Does caching strategy vary with microclimate in endangered Mt. Graham red squirrels?

Calebe Pereira Mendes, John Koprowski

Research output: Contribution to journalArticle

Abstract

Food hoarding is a common behavior used by a variety of animals to cope with periods of low food availability. At the retreating edge of species’ distribution, the stressful environment and unfavourable climate conditions may impose severe costs on hoarding behavior. Since relict populations are hotspots for evolution and adaptation, and considering that food hoarding behavior has a strong evolutionary basis, we decided to evaluate the occurrence of behavioral variability in the amount of food cached by the endangered Mount Graham red squirrel (Tamiasciurus fremonti grahamensis). We tested the variation in cache size in response to microclimate, soil relief, vegetation, food availability and squirrel sex. The number of pits excavated by squirrels to cache cones was used as a proxy of cache size and was affected by mountain slope aspect and density of trees. More pits were excavated in the northeast facing slopes. The density of trees negatively affects the cache volume on southwest slopes, but not on northeast slopes. The sex of the resident squirrel also affects the number of pits in the squirrel midden, with males excavating 47% more pits than females. Males and females also presented different responses to the mountain slope aspect, with females excavating more pits on northeastern slopes than on southwestern slopes, whereas male cache size did not vary with the slope aspect. Finally, the squirrel’s caching behavior did not vary in response to midden microclimate variation, a result with possible implications for the survival of the Mt Graham red squirrels, given the predicted temperature increases in the region due to climate change.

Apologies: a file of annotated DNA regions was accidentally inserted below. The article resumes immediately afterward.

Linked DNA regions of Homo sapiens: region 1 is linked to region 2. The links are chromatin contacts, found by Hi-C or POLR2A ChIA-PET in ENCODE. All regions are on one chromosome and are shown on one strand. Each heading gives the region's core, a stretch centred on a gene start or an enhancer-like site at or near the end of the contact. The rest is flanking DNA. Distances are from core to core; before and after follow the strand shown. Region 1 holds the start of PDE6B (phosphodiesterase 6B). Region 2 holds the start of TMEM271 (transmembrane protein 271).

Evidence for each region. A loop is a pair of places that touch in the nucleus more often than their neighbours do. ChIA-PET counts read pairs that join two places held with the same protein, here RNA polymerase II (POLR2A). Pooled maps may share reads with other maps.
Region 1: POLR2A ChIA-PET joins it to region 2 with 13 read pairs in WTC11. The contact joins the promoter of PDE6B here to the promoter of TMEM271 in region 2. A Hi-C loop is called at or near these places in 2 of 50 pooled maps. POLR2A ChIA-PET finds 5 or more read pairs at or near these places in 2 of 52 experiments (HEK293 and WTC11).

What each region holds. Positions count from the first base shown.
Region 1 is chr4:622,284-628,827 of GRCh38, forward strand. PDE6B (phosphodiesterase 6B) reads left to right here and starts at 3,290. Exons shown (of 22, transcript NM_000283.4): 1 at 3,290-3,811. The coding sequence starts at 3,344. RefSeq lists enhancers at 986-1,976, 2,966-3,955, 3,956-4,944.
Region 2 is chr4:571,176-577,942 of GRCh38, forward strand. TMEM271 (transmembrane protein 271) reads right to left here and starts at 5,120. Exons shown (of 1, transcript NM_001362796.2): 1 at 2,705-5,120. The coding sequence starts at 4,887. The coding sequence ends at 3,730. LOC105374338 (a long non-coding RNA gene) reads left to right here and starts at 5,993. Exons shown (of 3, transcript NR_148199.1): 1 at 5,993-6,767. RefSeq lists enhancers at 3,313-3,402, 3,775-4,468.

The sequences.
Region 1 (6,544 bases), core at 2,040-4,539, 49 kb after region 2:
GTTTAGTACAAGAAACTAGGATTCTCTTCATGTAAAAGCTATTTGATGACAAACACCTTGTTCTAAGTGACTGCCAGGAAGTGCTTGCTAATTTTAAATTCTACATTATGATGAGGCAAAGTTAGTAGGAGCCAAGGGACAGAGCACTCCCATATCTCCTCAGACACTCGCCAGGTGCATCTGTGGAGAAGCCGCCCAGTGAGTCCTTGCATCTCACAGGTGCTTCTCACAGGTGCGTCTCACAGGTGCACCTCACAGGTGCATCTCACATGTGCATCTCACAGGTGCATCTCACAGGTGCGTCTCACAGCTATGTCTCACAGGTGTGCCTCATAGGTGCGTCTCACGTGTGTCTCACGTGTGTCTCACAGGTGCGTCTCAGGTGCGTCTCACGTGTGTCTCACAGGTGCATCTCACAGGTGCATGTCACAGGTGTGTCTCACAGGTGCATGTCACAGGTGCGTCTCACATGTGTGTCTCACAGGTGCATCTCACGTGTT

Original languageEnglish (US)
Article numbere0224947
JournalPloS one
Volume14
Issue number11
DOIs
StatePublished - Jan 1 2019

Fingerprint

Microclimate
Sciuridae
squirrels
microclimate
Food
food availability
Tamiasciurus
mountains
Availability
seed cones
gender
Climate Change
Proxy
Climate
Climate change
Cones
Animals
Soil
biogeography
climate change

ASJC Scopus subject areas

  • Biochemistry, Genetics and Molecular Biology(all)
  • Agricultural and Biological Sciences(all)
  • General

Cite this

Does caching strategy vary with microclimate in endangered Mt. Graham red squirrels? / Mendes, Calebe Pereira; Koprowski, John.

In: PloS one, Vol. 14, No. 11, e0224947, 01.01.2019.

Research output: Contribution to journalArticle

@article{5704c4dab9af48b1ae42d5cdb6446017,
title = "Does caching strategy vary with microclimate in endangered Mt. Graham red squirrels?",
abstract = "Food hoarding is a common behavior used by a variety of animals to cope with periods of low food availability. At the retreating edge of species’ distribution, the stressful environment and unfavourable climate conditions may impose severe costs on hoarding behavior. Since relict populations are hotspots for evolution and adaptation, and considering that food hoarding behavior has a strong evolutionary basis, we decided to evaluate the occurrence of behavioral variability in the amount of food cached by the endangered Mount Graham red squirrel (Tamiasciurus fremonti grahamensis). We tested the variation in cache size in response to microclimate, soil relief, vegetation, food availability and squirrel sex. The number of pits excavated by squirrels to cache cones was used as a proxy of cache size and was affected by mountain slope aspect and density of trees. More pits were excavated in the northeast facing slopes. The density of trees negatively affects the cache volume on southwest slopes, but not on northeast slopes. The sex of the resident squirrel also affects the number of pits in the squirrel midden, with males excavating 47{\%} more pits than females. Males and females also presented different responses to the mountain slope aspect, with females excavating more pits on northeastern slopes than on southwestern slopes, whereas male cache size did not vary with the slope aspect. Finally, the squirrel’s caching behavior did not vary in response to midden microclimate variation, a result with possible implications for the survival of the Mt Graham red squirrels, given the predicted temperature increases in the region due to climate change.",